The tetrodotoxin-resistant Na+ channel Nav1.8 reduces the potency of local anesthetics in blocking C-fiber nociceptors
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The generation of action potentials in nociceptive neurons is accomplished by the tetrodotoxin-resistant (TTXr) Na+ channel Nav1.8. Following nerve injury, a redistribution of Nav1.8 from dorsal root ganglion (DRG) neurons into peripheral axons contributes to hyperexcitability and possibly to neuropathic pain. Nav1.8 has been reported to display a lower sensitivity to block by Na+ channel blockers as compared to TTX-sensitive (TTXs) Nav subunits. Furthermore, the antinociceptive efficacy of lidocaine is increased in Nav1.8-knockout mice. Here, we asked if Nav1.8 expression can reduce the susceptibility of sensory neurons to block by lidocaine. Employing wild-type and Nav1.8-knockout mice, we examined C-fibers in the skin-nerve preparation and Na+ currents in DRG neurons by patch-clamp recordings. Deletion of Nav1.8 resulted in an enhanced tonic block of Na+ currents in DRG neurons held at −80 mV but not at −140 mV. Accordingly, lower concentrations of lidocaine were required for a conduction block of C-fibers from Nav1.8-knockout as compared to wild-type mice. The efficacy of lidocaine on neurons lacking Nav1.8 was further increased by cold temperatures, due to a synergistic hyperpolarizing shift of the slow inactivation of TTXs Na+ channels by lidocaine and cooling. Finally, the ∼90% reduction of TTXr Na+ currents in injured neurons from mice with a peripheral nerve injury was accompanied with an enhanced tonic block by lidocaine. In conclusion, our data demonstrate that the expression of Nav1.8 in sensory neurons can confine the antinociceptive efficacy of lidocaine and other Na+ channel blockers employed for pain treatment.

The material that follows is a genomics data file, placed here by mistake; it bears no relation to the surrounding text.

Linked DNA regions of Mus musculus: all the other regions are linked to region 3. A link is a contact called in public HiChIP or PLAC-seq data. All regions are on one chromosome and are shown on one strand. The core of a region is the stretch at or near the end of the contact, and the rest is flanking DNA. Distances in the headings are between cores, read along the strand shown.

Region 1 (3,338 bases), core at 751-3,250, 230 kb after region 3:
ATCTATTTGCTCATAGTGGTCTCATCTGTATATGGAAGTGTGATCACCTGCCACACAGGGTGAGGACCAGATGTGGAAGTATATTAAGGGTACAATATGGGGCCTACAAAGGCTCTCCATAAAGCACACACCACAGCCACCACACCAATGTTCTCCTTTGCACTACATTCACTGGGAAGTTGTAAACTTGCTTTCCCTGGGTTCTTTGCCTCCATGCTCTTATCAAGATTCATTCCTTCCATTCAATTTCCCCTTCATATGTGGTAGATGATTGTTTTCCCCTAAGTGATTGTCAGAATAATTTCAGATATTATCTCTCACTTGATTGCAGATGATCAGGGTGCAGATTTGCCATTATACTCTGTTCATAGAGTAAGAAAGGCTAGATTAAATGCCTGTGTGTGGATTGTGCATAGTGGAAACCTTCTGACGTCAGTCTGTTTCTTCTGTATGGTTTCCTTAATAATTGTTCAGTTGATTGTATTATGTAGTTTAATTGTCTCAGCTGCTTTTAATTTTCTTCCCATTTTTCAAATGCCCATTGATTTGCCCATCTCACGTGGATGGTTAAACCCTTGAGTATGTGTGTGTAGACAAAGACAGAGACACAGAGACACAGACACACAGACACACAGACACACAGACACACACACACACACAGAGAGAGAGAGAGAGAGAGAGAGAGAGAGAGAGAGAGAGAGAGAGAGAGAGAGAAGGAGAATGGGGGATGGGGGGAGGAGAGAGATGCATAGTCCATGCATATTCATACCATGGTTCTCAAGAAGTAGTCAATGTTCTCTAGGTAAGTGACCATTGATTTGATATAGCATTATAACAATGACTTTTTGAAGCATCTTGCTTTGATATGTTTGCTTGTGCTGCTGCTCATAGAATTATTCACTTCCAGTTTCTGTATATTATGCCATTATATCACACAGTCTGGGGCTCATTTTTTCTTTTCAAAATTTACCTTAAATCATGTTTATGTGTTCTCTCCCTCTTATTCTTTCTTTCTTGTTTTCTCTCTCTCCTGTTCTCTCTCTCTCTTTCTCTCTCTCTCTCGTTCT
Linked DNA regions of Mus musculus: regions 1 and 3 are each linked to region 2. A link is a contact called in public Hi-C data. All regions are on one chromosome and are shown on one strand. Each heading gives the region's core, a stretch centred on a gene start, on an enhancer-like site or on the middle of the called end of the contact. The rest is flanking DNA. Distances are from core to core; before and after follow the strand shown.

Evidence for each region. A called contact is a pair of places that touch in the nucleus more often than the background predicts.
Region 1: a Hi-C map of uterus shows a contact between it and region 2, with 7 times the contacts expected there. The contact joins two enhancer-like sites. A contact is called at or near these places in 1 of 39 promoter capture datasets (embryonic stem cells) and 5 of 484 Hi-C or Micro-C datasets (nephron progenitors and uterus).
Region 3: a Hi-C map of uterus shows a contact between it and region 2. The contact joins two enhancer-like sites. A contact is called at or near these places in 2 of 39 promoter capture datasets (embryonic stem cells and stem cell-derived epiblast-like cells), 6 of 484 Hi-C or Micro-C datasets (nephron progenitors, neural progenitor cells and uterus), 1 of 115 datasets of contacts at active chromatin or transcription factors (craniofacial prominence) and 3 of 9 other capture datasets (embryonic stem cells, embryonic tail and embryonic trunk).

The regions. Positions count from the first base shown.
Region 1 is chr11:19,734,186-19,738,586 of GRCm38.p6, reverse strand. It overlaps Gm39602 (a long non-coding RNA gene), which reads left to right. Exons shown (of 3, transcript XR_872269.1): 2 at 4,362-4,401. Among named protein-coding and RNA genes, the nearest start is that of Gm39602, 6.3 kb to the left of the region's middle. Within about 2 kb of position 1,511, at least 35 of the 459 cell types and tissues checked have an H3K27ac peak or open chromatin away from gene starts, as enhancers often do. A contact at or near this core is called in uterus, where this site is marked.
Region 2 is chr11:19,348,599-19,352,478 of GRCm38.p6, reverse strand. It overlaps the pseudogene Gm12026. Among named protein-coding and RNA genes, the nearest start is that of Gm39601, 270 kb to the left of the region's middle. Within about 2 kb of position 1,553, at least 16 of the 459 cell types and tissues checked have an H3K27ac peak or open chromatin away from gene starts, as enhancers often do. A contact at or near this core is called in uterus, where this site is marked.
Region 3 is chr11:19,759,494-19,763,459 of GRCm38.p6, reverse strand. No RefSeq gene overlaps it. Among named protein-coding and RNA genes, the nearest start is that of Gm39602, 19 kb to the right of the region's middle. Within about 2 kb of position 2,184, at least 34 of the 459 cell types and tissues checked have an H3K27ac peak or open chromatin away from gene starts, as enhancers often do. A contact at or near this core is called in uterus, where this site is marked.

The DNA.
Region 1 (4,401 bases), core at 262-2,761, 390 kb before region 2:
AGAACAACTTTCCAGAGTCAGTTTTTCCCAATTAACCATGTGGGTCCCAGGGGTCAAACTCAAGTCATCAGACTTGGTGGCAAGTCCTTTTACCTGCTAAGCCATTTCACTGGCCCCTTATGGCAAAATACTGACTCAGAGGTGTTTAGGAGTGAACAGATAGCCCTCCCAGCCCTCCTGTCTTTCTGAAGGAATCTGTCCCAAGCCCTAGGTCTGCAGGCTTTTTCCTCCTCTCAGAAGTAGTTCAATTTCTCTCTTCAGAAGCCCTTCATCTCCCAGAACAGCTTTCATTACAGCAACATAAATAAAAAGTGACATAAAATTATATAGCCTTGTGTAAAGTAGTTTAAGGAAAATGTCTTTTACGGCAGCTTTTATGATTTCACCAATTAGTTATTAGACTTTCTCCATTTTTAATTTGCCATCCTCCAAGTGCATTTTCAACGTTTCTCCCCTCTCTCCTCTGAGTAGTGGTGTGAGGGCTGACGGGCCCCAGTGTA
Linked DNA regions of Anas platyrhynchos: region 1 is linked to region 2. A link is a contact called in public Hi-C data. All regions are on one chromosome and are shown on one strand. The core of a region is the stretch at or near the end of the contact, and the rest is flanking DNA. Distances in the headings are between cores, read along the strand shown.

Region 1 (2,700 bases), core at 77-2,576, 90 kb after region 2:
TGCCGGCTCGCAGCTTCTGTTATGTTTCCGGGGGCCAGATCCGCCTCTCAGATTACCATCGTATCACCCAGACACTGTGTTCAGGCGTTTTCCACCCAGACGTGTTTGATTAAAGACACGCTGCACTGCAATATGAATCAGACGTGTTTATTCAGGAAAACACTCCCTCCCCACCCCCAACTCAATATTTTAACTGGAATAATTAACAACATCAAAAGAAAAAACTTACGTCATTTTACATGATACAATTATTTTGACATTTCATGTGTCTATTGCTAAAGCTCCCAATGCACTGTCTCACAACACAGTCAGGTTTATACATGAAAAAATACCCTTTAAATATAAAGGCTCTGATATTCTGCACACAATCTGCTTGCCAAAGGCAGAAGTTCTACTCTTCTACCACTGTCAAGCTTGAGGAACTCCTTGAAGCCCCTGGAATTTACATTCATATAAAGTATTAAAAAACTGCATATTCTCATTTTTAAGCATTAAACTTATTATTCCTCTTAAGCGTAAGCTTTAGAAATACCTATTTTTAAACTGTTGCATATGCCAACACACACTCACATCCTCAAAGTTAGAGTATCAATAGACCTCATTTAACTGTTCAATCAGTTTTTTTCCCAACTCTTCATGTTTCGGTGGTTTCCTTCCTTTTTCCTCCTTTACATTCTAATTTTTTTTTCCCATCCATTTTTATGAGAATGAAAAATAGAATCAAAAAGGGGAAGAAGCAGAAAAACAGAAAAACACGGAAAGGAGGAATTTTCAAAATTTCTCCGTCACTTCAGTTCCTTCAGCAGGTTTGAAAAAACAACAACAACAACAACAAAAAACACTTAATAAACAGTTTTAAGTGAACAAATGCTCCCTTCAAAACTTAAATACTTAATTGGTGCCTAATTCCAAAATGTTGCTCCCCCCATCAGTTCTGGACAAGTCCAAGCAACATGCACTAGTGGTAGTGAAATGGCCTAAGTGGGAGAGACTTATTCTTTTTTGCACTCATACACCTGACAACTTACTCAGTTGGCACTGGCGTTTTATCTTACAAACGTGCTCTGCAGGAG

KeywordsSodium channel Tetrodotoxin Sensory neuron Pain Lidocaine Neuropathic pain
NaN or SNS2
Slowly inactivating TTX-resistant current
Persistent TTX-resistant current
Total current in intact neurons
Total current in injured neurons
Spared nerve injury
Dorsal root ganglion
We thank John Wood (University College London) for providing the Nav.1.8-knockout mice and Iwona Izydorczyk for excellent technical assistance. We also thank Gerd Geisslinger (pharmazentrum frankfurt/ZAFES) for support and helpful discussions. This work was supported by a local grant of the Medical Faculty of the University of Erlangen-Nuremberg (ELAN NO. 56810013) and by BMBF 01EM0511 (Deutscher Forschungsverbund Neuropathischer Schmerz).
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